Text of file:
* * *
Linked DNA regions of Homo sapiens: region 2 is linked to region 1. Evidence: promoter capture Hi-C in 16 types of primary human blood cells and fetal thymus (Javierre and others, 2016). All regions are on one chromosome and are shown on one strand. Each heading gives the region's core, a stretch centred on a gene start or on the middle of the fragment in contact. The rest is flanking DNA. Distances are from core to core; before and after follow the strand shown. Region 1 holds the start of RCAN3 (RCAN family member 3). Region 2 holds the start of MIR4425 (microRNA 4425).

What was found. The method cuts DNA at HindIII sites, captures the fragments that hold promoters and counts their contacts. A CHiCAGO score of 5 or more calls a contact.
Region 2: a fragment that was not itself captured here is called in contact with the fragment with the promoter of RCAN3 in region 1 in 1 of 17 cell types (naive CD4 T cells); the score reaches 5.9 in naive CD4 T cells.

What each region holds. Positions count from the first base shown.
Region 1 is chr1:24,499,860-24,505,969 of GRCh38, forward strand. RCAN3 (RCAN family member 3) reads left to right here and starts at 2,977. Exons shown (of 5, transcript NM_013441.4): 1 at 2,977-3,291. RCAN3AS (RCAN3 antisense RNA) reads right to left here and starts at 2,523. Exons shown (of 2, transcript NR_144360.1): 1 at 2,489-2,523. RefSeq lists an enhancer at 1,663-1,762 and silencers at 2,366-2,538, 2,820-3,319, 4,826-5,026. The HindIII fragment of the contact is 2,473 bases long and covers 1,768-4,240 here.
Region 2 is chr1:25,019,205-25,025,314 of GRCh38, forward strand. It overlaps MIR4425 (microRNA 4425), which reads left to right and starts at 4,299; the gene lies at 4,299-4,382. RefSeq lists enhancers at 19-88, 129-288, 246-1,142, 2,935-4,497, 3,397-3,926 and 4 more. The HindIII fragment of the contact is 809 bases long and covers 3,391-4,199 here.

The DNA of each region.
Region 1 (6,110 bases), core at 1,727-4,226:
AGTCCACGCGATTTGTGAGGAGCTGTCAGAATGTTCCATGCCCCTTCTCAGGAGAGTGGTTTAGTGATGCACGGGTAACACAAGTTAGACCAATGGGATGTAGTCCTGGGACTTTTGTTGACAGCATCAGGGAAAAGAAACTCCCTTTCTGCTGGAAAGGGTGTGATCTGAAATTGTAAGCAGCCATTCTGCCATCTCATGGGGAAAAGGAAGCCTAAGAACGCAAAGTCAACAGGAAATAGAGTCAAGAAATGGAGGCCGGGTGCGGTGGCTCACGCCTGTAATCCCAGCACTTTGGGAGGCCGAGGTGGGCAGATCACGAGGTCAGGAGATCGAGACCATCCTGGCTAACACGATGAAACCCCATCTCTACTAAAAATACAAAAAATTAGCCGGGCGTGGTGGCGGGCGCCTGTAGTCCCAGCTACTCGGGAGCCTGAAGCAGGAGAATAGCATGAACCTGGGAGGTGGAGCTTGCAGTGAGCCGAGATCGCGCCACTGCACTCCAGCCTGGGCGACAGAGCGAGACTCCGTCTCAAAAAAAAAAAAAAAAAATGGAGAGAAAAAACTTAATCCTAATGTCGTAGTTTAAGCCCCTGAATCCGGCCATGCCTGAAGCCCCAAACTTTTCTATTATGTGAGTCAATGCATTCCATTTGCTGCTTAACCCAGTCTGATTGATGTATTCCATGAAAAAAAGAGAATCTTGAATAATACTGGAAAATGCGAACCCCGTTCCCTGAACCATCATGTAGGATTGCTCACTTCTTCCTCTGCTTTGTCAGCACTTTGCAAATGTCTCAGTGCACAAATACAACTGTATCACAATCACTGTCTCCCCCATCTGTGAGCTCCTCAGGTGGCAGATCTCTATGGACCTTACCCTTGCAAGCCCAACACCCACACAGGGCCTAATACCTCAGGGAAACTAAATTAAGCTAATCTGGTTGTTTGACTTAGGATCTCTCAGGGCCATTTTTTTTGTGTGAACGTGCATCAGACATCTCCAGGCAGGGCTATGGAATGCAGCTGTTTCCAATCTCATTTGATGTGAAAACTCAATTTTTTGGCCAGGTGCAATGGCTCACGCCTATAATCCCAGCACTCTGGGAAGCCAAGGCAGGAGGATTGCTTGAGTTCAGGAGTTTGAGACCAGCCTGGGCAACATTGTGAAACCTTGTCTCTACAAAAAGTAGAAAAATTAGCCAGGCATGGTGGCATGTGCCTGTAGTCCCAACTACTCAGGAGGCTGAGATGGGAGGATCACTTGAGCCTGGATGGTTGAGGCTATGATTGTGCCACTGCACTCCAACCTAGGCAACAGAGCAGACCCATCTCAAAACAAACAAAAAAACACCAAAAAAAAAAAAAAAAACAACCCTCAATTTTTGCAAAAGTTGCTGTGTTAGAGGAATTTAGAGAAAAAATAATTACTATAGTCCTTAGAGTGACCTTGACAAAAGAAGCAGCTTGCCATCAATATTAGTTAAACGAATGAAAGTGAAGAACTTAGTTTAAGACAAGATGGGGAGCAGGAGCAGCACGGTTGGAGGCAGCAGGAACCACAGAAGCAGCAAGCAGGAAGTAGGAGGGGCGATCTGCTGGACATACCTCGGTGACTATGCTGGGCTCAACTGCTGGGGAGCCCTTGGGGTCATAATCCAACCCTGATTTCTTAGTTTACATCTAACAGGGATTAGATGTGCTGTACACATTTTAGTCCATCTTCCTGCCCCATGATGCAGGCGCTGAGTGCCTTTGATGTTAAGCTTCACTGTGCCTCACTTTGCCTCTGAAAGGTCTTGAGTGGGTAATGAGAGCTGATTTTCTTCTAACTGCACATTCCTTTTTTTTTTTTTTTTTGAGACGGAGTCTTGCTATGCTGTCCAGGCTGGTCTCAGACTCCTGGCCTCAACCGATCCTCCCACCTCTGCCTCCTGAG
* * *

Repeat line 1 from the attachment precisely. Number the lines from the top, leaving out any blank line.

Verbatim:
Linked DNA regions of Homo sapiens: region 2 is linked to region 1. Evidence: promoter capture Hi-C in 16 types of primary human blood cells and fetal thymus (Javierre and others, 2016). All regions are on one chromosome and are shown on one strand. Each heading gives the region's core, a stretch centred on a gene start or on the middle of the fragment in contact. The rest is flanking DNA. Distances are from core to core; before and after follow the strand shown. Region 1 holds the start of RCAN3 (RCAN family member 3). Region 2 holds the start of MIR4425 (microRNA 4425).